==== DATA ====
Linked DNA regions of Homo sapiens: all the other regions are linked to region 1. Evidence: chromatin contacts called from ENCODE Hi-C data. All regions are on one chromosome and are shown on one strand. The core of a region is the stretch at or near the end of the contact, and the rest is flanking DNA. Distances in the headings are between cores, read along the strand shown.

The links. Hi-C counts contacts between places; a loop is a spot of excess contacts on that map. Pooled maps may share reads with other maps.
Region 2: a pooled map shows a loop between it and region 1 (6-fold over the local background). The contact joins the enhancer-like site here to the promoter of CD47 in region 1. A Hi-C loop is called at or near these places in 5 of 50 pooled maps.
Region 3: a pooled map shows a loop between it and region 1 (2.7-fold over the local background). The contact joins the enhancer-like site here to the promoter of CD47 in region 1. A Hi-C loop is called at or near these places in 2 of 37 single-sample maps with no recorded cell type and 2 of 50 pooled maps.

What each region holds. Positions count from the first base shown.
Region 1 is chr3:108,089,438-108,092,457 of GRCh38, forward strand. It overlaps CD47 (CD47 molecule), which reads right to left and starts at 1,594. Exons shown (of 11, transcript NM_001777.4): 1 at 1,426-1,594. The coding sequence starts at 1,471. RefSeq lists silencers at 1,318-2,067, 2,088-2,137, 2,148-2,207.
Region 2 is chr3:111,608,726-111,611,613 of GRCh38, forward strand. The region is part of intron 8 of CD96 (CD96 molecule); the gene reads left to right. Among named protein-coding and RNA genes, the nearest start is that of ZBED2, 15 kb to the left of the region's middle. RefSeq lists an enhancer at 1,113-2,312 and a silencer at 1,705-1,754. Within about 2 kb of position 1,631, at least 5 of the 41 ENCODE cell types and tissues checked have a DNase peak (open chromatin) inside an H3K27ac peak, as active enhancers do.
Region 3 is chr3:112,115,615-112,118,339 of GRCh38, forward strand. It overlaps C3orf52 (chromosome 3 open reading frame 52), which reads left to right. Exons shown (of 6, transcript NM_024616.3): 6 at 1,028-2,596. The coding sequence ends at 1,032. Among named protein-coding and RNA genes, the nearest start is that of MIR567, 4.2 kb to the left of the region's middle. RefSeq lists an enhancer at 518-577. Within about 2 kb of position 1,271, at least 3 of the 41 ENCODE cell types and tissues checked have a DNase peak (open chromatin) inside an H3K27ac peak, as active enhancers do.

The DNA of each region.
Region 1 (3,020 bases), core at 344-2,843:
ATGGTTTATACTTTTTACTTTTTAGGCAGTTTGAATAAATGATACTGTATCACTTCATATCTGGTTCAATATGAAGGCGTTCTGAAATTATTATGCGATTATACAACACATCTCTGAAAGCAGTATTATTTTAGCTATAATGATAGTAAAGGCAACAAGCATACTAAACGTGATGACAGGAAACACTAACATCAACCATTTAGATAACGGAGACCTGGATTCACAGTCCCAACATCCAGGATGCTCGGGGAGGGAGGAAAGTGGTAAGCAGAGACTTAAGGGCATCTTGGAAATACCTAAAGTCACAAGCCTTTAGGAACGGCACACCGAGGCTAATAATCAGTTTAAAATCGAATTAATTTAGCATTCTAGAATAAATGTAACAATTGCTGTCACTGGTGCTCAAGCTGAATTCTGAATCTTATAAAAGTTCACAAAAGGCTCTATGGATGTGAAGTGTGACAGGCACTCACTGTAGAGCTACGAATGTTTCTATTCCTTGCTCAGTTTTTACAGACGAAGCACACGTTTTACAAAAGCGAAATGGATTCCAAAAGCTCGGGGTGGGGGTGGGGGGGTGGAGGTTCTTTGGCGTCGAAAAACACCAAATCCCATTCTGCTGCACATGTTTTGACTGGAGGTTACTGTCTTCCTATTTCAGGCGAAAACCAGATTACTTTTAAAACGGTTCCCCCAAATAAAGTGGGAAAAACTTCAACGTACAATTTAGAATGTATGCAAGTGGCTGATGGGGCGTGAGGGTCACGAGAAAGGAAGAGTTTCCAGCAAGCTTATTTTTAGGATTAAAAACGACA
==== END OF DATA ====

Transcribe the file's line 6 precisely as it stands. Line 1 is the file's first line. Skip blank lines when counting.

Region 1 is chr3:108,089,438-108,092,457 of GRCh38, forward strand. It overlaps CD47 (CD47 molecule), which reads right to left and starts at 1,594. Exons shown (of 11, transcript NM_001777.4): 1 at 1,426-1,594. The coding sequence starts at 1,471. RefSeq lists silencers at 1,318-2,067, 2,088-2,137, 2,148-2,207.